The accusation against Defendant A. Svarinskas has been pro­ven.

Witnesses: Pranas Žukauskas, C. Valaiša, R. Lipinas, (Miss) J. Černiauskytė, Cemnolonskis, A. Didrevičius, V. Vidra, J. Rasimavi-čius, (Mrs.) M. Budinienė, (Mrs.) B. Arlauskienė, V. Labeikis, (Mrs.) N. Bernotienė, S. Stropus and others testified that they had heard Svarinskas' sermons . . . are of a libelous nature. For example, in the sermon which he gave in the church of Veiviržėnai, August 22, 1982, Svarinskas claimed that, "Among us, the atheists have tied the Church up, and are beating it. And they say that this is ideological warfare! No! Let's call things by their name. It is ideological hooliganism, which has continued for forty years in Lithuania."

In a sermon which he delivered in the church of Kybartai, June 24, 1982, he libelously affirmed that government organs, which he calls "atheists", prefer an intemperate nation. Hence he stated, "If our nation is completely 'sound" (trezvilka), we will accom­plish nothing... If Lithuanians are sober, they will begin to think, not about 'the sauce', but about spiritual values."

In his sermons, Svarinskas defended and extolled individuals who had been engaged in activities against the Soviet system, en­couraged others to follow their example, urged them to disobey Soviet laws regulating the separation of the church from the state, to dis­regard the interests of the state, and to devote more time and effort to the matter of the rebirth of the nation. For instance, in his sermon at Kybartai, April 24, 1982, Svarinskas, in turning his hearers against the Soviet system stated that this material (speaking about the material of the April, 1982 Plenary Session of the Central Com­mittee of the Lithuanian Communist Party) shows that the atheists have led the nation down a physical and spiritual blind alley.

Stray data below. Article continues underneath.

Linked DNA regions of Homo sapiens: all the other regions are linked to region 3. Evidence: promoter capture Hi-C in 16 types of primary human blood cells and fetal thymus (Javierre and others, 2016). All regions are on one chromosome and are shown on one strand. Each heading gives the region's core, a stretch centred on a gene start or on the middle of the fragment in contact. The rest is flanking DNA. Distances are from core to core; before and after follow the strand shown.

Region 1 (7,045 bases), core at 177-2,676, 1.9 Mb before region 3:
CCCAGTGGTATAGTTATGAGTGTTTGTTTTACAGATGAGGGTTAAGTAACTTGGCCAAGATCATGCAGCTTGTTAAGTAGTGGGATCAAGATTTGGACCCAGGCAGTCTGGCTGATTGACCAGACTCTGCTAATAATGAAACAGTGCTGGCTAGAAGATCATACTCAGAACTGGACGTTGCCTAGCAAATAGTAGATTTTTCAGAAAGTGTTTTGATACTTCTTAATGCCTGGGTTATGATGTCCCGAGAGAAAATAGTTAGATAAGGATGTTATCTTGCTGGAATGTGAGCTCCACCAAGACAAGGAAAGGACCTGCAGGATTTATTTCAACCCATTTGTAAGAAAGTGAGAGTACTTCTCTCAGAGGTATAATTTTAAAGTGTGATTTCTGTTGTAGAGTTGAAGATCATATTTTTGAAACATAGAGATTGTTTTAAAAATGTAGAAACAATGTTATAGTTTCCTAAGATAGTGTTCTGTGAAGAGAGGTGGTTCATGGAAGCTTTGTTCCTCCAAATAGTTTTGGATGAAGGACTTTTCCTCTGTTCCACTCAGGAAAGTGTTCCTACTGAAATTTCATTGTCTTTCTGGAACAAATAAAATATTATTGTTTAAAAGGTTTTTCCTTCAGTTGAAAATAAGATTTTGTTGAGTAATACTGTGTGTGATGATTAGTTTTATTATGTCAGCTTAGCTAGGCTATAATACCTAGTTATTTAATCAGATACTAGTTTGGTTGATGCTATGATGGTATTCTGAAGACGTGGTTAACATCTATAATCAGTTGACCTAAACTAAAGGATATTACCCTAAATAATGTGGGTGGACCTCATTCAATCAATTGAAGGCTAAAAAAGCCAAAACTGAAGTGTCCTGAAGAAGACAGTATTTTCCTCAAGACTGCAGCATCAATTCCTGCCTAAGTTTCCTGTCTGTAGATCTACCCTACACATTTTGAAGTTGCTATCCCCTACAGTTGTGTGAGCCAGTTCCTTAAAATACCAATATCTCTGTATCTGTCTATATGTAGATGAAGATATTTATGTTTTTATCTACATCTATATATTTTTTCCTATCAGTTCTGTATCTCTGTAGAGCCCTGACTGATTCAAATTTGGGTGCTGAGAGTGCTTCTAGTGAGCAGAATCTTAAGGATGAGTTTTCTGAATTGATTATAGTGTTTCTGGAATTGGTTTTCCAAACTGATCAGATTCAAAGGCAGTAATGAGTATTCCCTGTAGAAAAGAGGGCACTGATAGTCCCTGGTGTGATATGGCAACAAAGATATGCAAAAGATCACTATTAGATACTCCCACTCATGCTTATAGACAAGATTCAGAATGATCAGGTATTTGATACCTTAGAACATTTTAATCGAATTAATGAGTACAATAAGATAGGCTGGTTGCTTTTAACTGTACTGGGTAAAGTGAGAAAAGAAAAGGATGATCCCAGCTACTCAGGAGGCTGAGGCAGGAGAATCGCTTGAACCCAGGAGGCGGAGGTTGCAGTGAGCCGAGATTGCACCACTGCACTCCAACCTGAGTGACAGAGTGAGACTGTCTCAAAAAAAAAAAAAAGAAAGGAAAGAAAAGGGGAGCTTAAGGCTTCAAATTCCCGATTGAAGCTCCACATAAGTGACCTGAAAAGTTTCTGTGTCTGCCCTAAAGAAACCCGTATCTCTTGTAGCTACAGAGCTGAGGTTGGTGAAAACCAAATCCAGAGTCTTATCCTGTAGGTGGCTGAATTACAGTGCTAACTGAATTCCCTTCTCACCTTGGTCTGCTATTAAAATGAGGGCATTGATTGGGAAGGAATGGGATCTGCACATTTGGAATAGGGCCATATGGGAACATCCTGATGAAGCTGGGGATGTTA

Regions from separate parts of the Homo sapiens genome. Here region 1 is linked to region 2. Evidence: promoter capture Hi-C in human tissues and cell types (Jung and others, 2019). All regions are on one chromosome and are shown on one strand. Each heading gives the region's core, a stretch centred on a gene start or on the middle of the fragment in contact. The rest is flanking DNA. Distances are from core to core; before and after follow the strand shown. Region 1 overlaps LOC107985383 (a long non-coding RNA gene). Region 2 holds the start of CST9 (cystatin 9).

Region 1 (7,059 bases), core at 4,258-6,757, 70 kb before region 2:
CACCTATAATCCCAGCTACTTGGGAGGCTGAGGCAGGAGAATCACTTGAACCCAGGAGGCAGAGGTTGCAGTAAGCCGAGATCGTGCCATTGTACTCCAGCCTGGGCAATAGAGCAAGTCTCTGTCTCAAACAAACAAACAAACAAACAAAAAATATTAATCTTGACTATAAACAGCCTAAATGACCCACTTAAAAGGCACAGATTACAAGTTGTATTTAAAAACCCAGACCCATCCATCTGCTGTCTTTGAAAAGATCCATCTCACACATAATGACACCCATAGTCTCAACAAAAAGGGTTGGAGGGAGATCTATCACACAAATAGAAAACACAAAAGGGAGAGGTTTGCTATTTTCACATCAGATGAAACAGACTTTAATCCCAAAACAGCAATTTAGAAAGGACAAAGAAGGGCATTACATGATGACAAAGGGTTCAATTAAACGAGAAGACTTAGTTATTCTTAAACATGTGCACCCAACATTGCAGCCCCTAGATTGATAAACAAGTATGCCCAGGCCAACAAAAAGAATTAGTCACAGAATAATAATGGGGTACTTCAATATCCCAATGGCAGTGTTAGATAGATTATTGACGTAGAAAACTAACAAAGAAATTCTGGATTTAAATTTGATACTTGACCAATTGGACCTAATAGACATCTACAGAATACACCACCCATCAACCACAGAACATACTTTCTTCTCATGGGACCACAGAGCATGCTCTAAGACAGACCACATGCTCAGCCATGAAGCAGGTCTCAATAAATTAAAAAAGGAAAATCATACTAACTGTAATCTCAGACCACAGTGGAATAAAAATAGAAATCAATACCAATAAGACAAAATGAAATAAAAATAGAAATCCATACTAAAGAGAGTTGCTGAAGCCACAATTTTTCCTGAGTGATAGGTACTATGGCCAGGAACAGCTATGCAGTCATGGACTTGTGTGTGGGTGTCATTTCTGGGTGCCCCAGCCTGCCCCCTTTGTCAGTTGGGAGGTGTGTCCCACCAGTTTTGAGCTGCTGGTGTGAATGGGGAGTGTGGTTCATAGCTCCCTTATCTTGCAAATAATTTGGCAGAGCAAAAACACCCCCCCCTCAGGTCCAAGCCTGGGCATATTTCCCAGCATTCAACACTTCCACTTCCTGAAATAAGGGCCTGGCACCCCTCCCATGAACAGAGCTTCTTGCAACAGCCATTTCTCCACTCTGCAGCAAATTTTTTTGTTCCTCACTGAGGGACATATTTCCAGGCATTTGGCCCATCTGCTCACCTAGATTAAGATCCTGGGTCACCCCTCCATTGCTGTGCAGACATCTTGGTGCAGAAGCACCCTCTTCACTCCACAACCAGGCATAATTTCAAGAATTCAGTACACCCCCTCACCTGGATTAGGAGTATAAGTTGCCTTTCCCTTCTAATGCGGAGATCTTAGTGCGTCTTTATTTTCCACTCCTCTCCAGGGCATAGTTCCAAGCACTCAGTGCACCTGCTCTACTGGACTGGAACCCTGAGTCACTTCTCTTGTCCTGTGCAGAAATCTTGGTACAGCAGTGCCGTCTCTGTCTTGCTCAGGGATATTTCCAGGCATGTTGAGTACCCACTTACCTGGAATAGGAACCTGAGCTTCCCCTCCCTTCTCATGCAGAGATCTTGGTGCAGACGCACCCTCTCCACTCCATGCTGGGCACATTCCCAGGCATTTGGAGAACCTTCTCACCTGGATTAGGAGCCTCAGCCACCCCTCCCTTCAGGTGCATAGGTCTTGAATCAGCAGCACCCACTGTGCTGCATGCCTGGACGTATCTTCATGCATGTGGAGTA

Unambiguously inviting his listeners to join in a struggle against the Soviet system, in a sermon in the church of Varduva, July 2, 1980, he affirmed . . ."Seeing this destruction, let us not become passive, but on the contrary, let us go to war. The noble Christian is not the one who is able to describe the contemporary evils in life, but the one who knows how to work, fight, sacritice and, it necessary, die for the truth. Even now, there are many sons and daughters of the Church in various prisons and camps, and they are witnesses to the vital Faith of the nation . .."

In a sermon at Kybartai, on February 21, 1981, Svarinskas urged, "... Brethren, we go forth to create a new land, a new Lithua­nia. We go forth to create the future of the land of our forbears. . . We go forth to the great struggle and God blesses us with His grace . . ."

The documents of the "Catholic Committee", drawn up with the participation of Svarinskas, and signed by him, are of a libelous nature. In them, an attempt is made to compromise Soviet laws regulating the separation of the church from the state; Petkus, Yakunin, Dudko, Skuodis and Sasnauskas, especially dangerous state criminals who have been found guilty, are extolled; their criminal activities are condoned, and for their arrest and conviction, Soviet organs of justice are blamed.

In this document, an attempt is made to show that in Lithuania, clergy and faithful are persecuted, children and youth are being spiritually crippled, and, as a result of atheistic education, a demean­ing of the person is going on and amorality is burgeoning. In many of these documents, sympathy and help is requested fro the so-called suffering Lithuanian nation.

In his apartment, Svarinskas kept for dissemination articles by Abduzachmanov Aytorchamov, The Untold Story of the Ribbentrop-Molotov Events, Abram Terz's, Men and Beasts, copies from the Kontinent anthology, and the memoirs of the former Cardinal Mindzenty of Hungary, In the Face of New Trials.

The panel of judges decided:

To find Alfonsas Svarinskas, son of Vaclovas, guilty of com­mitting the crime provided for in the Criminal Code of the Lithuanian SSR, Par. 68.1, and to sentence him to seven years deprivation of freedom, and to sentence Svarinskas to additional punishment of three years exile.

To sentence Svarinskas to carry out his penalty of deprivation of freedom in a strict regime corrective labor colony, as of January 26, 1983.

To charge Svarinskas 161.67 rubles court costs.

The verdict is final, not subject to appeal or protest.

(signed) M. Ignotas Vice Chairman